The Way of the Word

4. March 2010

Generation Swipe

There are two very similar cases under general discussion these days.

Comic fans talk about Nick Simmons, son of KISS memberGene Simmons, who copied several manga (mostly Bleach) to make his own comic Incarnate. When caught, Simmons issued a non-apology.

Germany has a similar case, but involving prose not comics. 17 year old supposed child prodigy Helene Hegemann, daughter of German playwrite Carl Hegemann, wrote a book, which was fawned over by critics, became a bestseller and was nominated for a major German literary prize. Like Simmons’s comic, however, it soon turned out that Hegemann’s novel was also swiped from other sources. Like Simmons, Hegemann doesn’t see why that is a bad thing.

“Inhaltlich finde ich mein Verhalten und meine Arbeitsweise aber total legitim und mache mir keinen Vorwurf, was vielleicht daran liegt, dass ich aus einem Bereich komme, in dem man auch an das Schreiben von einem Roman eher regiemäßig drangeht, sich also überall bedient, wo man Inspiration findet. Originalität gibt’s sowieso nicht, nur Echtheit.”

(Translation: “Content wise, I consider my actions and work method totally legitimate and do not find myself to blame, which might be because I come from a field where you also approach the writing of a novel more like a director, so you help yourself to anything where you find inspiration. There’s no such thing as originality anyway, only authenticity.”)

I notice several similarities in these cases: both are about the same age. Hegemann is 18 by now, Simmons is 21. Both have (more or less) famous parents who themselves work in a creative field: Hegemann’s father is a writer, Simmons’s father is a musician.

(Which means both fathers need to reflect on how and why they failed to teach their child to respect the intellectual property rights of creators.)

Both, when caught out, do not acknowledge that they have done anything wrong. Instead, both seem to feel that what they did is perfectly all right.

The main difference is in the reaction of people around them. Radical Comics, who published Simmons’s Incarnate, pulled Simmons’s comic from their line-up and make an effort to talk with the creators whose work Simmons swiped.

Hegemann’s publisher Ullstein reacted not by taking the book off the market (which would have been the honorable thing to do), but by adding a listing of “sources” that Hegemann used to the fourth printing of her novel.  Instead of acknowledging that stealing is wrong, Ullstein went to the offensive and turned the accusations into a debate on the meaning of plagiarism in modern times: the file-sharing culture.

Apparently, the judges of the Leipziger Book Fair’s Awards Jury agree with Ullstein’s defense. Hegemann’s book was — and still is — a finalist for their literature prize, worth €20.000. The fact that Hegemann, to put it crassly, didn’t write her book but instead copied & pasted it doesn’t bother them at all.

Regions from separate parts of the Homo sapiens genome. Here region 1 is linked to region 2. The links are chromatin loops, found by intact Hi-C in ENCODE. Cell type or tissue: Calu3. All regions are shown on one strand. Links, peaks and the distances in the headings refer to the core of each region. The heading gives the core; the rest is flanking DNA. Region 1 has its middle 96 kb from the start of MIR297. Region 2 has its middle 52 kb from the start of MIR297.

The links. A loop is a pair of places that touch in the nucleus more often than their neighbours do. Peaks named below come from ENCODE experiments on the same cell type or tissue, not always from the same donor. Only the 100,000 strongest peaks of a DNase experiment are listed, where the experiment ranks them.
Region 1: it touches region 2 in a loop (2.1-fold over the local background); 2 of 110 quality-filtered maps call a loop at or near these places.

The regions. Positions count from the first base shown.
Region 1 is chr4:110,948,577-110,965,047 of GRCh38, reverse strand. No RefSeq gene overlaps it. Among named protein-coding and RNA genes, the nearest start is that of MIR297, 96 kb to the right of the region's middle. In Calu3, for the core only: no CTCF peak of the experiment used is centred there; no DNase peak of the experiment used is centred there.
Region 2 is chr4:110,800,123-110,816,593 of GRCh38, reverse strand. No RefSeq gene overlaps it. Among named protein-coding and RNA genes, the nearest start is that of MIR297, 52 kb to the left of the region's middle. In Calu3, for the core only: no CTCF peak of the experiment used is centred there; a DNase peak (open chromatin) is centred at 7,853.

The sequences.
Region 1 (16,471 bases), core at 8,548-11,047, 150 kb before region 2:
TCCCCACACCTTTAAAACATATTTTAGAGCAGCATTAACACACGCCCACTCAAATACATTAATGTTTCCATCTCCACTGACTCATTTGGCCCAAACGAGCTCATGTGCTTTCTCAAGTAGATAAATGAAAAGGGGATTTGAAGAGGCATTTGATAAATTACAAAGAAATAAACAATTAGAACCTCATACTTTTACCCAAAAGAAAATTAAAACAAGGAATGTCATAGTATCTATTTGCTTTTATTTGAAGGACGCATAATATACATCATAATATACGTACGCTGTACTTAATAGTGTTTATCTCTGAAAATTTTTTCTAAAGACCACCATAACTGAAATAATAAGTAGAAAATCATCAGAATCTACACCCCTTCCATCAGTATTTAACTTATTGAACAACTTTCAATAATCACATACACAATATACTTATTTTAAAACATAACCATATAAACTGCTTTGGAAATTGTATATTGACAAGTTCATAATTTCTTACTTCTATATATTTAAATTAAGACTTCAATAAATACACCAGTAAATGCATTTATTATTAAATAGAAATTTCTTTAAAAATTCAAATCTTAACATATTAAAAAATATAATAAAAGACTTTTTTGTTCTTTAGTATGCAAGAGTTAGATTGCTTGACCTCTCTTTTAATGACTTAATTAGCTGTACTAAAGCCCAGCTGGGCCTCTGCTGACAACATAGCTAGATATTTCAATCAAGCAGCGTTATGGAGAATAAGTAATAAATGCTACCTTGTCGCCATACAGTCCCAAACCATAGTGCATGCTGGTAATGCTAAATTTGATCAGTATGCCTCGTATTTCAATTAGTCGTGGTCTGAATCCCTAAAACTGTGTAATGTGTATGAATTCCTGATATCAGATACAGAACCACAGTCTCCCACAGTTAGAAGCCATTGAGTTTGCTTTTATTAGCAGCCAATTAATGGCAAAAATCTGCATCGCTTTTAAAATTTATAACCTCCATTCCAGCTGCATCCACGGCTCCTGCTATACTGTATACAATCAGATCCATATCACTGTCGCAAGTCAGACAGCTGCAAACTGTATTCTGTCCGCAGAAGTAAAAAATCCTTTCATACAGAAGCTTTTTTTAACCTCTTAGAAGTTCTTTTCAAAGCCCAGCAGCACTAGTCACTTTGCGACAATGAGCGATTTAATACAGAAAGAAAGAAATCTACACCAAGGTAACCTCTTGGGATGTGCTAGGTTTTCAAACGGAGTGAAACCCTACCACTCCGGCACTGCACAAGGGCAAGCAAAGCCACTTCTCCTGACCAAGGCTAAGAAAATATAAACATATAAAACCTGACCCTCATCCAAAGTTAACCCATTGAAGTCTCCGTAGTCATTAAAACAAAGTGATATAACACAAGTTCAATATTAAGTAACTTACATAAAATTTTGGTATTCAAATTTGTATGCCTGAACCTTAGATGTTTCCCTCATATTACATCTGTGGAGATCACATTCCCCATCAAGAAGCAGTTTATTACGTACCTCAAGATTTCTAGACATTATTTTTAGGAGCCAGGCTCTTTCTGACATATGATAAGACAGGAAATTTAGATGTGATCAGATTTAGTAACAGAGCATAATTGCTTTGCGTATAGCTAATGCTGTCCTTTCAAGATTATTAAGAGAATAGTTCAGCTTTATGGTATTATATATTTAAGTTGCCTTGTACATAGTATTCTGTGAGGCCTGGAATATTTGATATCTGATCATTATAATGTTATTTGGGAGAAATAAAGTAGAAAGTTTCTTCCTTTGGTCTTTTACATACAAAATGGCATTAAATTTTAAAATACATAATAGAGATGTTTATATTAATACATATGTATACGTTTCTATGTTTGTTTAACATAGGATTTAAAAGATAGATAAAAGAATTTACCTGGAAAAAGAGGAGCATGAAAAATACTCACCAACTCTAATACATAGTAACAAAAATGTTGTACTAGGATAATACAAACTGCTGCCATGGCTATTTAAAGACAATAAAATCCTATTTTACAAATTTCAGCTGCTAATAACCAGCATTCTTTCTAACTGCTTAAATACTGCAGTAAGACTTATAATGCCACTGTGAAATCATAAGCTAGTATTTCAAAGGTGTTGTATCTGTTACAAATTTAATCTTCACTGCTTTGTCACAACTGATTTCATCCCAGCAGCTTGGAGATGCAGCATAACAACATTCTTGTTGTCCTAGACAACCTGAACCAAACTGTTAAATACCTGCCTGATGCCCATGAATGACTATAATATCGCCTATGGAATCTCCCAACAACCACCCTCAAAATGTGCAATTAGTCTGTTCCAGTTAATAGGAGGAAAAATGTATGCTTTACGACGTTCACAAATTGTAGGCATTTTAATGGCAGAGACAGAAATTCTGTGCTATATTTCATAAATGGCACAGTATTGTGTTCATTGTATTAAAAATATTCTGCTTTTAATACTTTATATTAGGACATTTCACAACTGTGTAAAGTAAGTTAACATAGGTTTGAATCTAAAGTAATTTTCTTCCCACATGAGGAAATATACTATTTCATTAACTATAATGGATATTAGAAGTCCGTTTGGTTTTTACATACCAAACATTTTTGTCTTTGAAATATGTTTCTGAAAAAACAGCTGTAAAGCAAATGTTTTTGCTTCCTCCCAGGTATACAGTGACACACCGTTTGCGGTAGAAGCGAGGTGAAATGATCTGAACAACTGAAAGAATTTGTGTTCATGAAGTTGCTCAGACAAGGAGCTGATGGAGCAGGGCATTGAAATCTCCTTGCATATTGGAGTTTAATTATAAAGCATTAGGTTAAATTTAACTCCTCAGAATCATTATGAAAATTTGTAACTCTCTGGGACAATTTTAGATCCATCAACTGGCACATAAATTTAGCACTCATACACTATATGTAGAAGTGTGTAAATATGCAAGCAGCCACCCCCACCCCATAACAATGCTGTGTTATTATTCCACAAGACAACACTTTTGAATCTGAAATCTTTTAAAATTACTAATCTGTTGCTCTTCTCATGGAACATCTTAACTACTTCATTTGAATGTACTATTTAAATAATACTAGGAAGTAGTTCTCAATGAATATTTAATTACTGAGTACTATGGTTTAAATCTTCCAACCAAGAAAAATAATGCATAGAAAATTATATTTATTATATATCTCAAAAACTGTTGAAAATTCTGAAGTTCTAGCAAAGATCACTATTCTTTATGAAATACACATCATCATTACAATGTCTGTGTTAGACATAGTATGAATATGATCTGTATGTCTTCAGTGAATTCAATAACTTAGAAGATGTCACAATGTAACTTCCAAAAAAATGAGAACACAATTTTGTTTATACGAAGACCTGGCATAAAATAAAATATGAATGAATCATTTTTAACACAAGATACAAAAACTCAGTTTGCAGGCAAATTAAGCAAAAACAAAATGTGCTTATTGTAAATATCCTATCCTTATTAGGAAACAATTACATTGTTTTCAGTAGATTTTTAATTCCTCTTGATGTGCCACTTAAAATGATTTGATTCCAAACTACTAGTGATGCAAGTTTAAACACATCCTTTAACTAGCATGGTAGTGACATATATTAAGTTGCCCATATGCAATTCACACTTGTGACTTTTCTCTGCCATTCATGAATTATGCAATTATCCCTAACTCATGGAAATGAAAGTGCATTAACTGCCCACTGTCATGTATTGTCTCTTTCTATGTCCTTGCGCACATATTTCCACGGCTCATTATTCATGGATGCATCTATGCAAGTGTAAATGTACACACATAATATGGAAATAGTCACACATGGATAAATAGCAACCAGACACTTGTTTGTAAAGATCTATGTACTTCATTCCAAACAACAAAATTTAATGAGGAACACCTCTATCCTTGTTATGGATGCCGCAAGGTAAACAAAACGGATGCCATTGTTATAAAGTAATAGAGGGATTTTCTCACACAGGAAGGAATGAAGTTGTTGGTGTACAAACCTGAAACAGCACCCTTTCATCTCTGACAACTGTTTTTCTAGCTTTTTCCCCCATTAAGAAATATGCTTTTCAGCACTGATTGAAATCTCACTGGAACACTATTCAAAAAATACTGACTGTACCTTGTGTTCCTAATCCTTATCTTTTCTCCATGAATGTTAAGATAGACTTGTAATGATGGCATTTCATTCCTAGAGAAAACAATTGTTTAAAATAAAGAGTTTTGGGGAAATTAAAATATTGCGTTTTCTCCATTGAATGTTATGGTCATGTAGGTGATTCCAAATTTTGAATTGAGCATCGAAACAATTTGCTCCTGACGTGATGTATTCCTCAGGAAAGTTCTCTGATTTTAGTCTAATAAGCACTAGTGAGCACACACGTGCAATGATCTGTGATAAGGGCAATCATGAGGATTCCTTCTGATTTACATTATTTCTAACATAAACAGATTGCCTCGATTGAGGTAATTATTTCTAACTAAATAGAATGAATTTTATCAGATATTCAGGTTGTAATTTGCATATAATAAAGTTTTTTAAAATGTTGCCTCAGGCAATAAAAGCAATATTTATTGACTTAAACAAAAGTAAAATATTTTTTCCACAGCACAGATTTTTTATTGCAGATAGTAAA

Another case of plagiarism, that of Jens Lindner’s Döner for One, had a different ending: publisher Piper recalled the book and apologized to the writer of the original. Writer Jens Lindner also apologized. Sort of. At least in his apology, he acknowledged that what he had done was wrong. But then, Lindner is a different generation from Simmons and Hegemann.

That, I think, might be the difference. Perhaps Ullstein is right, and the jury of the Leipzig Book Fair has a correct grasp on how western culture is developing, and it’s just old fogeys who still place any value in intellectual property. Perhaps it is really so that the future of creating is no longer creating, that it will all just be about copying and pasting what others created into a semi-new context. Bascially, creating without effort. After all, why make an effort and spend years to learn and practice a craft until you’re good enough, if you can get some instant (although fake) recognition practically overnight.

Or perhaps Ullstein, the critics and the Leipzig Book Fair jury are just exercising damage control: never admit that you were wrong.

(As a snarky aside, I can almost agree with one thing she said: the part about the lack of originality. Have you looked at bookstore shelves recently? Doesn’t the selection within the various genres seem very homogenous? But that’s a different blog post for a different time.)

The question the Simmons and Hegemann cases raise are, in my opinion, decisive questions: do copyright and ownership of intellectual property still matter? Is making your own effort still something worth doing? Is a culture based on stealing the intellectual property of others worth preserving? Is it even a culture at all?

If Simmons and Hegemann are really the harbingers of a shift in Western culture, if they are just the first and biggest example of what we would need to call Generation Swipe, then I no longer fear for our culture. I give up on it. A culture based on theft is no culture at all, and not worth preserving.

Me? I confess I’m tempted. Just take a couple of Ullstein books (since they are so relaxed about copyright and IP) and copy & paste the contents into something resembling something original. Get a publishing contract, literary recognition and major literary awards. After all, the alternative is to work hard on each story that I create, get rejection upon rejection, and fade into unrecognized obscurity.

I think I’ll go with choice #2. I’m shallow enough to want the adulation of the crowds, but not shallow enough to want it at the cost of my soul.

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1 Comment »

  1. [...] it helps if your family is connected. To look back at my Generation Swipe post, does anyone really think that Nick Simmons or Helene Hegemann would have gotten that far if [...]

    Pingback by It’s Not What You Know « The Way of the Word — 22. March 2010 @ 09:53


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